For instance, Jews and Muslims. If you trace it back to family lineage and blood, then you’re going back to Abraham. If you’re going back to Abraham, then that’s one man. It’s not a separated thing at all; we’re family. So if it’s a family thing, it shows you that everybody ain’t supposed to be one thing. Same thing with Christians and Christian-based countries. In Canada and America, we have a way of even separating ourselves within those things. To me, the differences are not supposed to push us away from each other; they’re supposed to teach us about how we can respect each other’s space to get along.
[Let’s say] you’re allergic to peanuts, but I love peanuts. I realize, “if I eat peanuts around this dude, I could really hurt him, maybe kill him.” So my sacrifice to you is that that’s not happening around us. You see what I’m saying? It’s a respect factor. You’ve gotta respect the next man’s space, because that’s the one thing we’re limited on this Earth with. We’ve got more people, less resources, less land, more water… all this s–t that’s stopping us from really gluing humankind together. I say this in the show, it’s easier for us to fight than it is to coincide, and that sucks.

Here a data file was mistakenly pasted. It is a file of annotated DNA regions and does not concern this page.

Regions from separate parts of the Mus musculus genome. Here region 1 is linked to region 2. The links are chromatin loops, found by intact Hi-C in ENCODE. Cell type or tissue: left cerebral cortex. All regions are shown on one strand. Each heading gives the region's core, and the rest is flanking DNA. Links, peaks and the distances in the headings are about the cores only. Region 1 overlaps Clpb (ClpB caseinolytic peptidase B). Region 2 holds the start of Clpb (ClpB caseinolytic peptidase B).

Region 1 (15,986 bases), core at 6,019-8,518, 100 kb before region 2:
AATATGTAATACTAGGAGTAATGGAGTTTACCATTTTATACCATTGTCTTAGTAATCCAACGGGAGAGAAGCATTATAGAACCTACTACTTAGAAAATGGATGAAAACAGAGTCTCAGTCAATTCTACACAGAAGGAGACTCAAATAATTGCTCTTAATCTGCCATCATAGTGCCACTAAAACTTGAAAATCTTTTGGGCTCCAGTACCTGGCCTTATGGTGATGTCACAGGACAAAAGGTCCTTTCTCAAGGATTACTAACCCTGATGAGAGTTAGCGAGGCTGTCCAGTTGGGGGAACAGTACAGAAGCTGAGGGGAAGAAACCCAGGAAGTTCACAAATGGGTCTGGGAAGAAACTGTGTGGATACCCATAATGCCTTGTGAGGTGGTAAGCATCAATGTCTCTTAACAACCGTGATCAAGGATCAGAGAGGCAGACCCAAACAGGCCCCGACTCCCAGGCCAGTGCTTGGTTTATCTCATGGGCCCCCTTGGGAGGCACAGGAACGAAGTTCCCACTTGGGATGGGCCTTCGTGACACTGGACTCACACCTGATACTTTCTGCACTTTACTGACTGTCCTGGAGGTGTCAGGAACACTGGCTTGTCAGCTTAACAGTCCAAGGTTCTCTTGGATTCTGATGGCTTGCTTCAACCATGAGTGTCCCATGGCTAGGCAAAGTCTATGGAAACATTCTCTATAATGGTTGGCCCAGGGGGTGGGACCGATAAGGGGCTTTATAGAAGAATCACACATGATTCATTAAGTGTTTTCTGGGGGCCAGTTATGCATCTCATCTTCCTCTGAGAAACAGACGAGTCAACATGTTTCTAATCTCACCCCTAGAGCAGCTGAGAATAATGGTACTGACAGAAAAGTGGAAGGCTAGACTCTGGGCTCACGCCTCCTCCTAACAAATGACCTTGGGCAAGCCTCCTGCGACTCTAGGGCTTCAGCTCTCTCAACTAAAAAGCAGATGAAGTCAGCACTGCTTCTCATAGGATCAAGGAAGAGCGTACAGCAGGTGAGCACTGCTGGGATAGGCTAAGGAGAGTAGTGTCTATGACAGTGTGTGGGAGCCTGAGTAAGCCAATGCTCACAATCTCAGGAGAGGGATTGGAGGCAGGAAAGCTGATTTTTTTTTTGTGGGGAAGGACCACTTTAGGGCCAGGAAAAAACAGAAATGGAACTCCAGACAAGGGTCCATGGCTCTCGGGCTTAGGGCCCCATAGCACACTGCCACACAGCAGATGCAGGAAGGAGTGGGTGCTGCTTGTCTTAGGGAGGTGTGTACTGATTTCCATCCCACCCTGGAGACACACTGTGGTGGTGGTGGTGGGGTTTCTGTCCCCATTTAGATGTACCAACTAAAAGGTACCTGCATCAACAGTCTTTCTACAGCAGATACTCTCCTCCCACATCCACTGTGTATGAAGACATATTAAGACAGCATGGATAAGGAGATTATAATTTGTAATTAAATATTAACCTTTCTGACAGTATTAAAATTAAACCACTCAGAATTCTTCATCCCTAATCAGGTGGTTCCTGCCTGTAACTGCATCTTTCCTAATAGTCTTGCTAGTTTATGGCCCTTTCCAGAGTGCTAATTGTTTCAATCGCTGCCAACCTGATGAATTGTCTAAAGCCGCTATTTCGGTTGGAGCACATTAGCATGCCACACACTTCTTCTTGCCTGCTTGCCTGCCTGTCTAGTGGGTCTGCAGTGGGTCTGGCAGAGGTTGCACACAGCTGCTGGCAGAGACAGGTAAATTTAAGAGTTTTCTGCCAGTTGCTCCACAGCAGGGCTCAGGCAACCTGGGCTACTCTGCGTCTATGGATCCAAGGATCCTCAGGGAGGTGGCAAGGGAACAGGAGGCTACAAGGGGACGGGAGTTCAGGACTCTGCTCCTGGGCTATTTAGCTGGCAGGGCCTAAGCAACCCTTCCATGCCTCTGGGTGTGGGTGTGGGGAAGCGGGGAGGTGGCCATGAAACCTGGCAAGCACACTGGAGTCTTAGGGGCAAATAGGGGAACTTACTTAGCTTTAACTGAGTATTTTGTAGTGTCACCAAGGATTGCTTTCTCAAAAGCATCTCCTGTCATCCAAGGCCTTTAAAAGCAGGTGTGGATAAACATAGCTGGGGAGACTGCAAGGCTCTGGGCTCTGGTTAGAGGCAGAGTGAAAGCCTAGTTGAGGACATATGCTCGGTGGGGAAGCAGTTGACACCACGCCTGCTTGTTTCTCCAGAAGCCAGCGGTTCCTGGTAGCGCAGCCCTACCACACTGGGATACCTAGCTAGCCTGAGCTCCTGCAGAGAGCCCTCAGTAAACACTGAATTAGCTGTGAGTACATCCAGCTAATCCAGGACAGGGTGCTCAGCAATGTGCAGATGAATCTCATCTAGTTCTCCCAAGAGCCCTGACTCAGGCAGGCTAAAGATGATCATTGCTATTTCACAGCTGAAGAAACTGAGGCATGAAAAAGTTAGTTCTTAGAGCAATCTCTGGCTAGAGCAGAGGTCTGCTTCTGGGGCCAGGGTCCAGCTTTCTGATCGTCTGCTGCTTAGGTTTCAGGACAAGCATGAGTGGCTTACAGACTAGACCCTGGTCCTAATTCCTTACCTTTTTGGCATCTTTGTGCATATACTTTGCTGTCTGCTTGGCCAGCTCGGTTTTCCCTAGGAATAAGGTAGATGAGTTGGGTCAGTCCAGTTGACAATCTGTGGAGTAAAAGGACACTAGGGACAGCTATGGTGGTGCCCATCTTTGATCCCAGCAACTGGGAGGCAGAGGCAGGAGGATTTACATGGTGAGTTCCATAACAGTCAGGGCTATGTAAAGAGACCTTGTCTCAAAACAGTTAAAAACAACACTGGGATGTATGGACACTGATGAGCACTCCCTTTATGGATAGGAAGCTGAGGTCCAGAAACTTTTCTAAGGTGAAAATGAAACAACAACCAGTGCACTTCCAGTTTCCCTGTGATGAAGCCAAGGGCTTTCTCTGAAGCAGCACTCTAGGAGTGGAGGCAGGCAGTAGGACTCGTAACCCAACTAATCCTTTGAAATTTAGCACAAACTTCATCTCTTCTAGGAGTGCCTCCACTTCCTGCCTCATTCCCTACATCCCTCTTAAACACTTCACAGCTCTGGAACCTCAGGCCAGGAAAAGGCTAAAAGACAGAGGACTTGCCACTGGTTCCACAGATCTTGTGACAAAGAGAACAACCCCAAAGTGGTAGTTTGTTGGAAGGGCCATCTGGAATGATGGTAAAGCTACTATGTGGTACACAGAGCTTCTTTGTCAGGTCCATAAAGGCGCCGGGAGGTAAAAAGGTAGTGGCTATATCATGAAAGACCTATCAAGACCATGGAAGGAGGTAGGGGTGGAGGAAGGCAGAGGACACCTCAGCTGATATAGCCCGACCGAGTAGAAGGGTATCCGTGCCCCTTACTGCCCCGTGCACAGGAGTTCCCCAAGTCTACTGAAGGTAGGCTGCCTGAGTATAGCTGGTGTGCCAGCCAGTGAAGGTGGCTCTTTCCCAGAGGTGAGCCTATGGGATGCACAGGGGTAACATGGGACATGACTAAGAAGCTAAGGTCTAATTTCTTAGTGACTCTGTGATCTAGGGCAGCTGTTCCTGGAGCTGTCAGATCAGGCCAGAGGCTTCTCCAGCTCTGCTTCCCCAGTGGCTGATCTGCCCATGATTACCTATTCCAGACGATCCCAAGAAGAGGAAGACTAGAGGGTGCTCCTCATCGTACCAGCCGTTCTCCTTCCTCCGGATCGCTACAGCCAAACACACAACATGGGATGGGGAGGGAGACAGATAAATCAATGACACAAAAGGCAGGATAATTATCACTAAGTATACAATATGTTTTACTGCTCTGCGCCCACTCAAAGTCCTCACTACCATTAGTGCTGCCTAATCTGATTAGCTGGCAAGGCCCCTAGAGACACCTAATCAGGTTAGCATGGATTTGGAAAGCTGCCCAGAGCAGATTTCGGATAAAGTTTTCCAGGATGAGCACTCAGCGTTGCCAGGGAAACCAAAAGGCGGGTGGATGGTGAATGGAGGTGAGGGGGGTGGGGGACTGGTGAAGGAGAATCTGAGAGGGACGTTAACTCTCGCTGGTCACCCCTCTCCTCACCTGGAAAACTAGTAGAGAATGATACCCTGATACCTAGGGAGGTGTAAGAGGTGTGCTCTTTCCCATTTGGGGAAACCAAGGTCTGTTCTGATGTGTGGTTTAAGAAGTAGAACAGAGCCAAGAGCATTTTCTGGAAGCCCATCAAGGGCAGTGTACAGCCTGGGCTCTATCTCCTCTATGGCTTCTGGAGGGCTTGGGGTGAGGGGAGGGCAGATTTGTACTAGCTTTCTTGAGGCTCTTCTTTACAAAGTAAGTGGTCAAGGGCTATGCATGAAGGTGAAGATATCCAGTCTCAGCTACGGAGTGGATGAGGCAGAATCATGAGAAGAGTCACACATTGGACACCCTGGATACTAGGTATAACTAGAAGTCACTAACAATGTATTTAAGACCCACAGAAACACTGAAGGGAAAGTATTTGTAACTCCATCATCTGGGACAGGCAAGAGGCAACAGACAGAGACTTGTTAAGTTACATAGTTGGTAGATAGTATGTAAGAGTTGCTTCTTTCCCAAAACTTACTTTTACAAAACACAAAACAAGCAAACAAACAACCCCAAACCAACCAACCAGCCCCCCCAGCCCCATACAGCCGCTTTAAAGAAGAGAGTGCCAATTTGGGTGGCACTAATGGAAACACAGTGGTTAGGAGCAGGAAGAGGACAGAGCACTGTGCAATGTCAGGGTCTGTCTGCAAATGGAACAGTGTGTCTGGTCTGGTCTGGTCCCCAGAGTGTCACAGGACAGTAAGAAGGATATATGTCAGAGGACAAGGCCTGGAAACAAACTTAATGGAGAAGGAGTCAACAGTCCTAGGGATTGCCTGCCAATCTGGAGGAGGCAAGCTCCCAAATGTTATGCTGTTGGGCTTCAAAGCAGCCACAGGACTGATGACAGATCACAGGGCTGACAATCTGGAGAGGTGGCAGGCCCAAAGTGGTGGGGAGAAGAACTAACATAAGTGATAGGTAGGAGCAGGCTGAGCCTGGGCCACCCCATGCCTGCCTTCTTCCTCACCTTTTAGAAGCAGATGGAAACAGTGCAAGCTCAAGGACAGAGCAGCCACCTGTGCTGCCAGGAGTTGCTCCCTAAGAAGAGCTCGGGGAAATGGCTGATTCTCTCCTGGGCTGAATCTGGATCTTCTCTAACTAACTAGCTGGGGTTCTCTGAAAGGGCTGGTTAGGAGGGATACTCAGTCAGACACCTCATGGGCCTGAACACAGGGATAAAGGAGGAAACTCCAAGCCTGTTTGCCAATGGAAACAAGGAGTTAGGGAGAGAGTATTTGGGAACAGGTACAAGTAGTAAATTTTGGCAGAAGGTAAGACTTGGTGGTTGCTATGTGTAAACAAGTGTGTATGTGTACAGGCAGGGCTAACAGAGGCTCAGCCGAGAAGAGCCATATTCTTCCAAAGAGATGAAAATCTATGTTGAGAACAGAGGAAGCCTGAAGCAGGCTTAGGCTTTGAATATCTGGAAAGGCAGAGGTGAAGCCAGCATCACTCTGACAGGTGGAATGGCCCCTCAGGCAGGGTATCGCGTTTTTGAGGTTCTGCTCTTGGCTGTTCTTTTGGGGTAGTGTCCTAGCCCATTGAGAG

TCUS: What does the term da’wah mean to you?
Chali 2na: Da’wah is the spread of the word of God. That’s not a limiting statement. It’s not limited to Islam; it’s not limited to Judaism, Christianity… Da’wah is the spread of anything that can bring you back to God. There’s a term in Islam which means “from God to God.” You’re on a journey from God back to God. You’re born, you’re gonna live this life, you’re gonna experience all this s–t, and then you’re gonna die and go right back. That’s the mindstate. It’s more about the journey than it is about the destination. You know where you’re gonna be in the end. We all, as human beings, are gonna die. We’re gonna take our last breath on this plane and see something else. We can disagree about what that something else is, but in the end, there’s still something that we all share.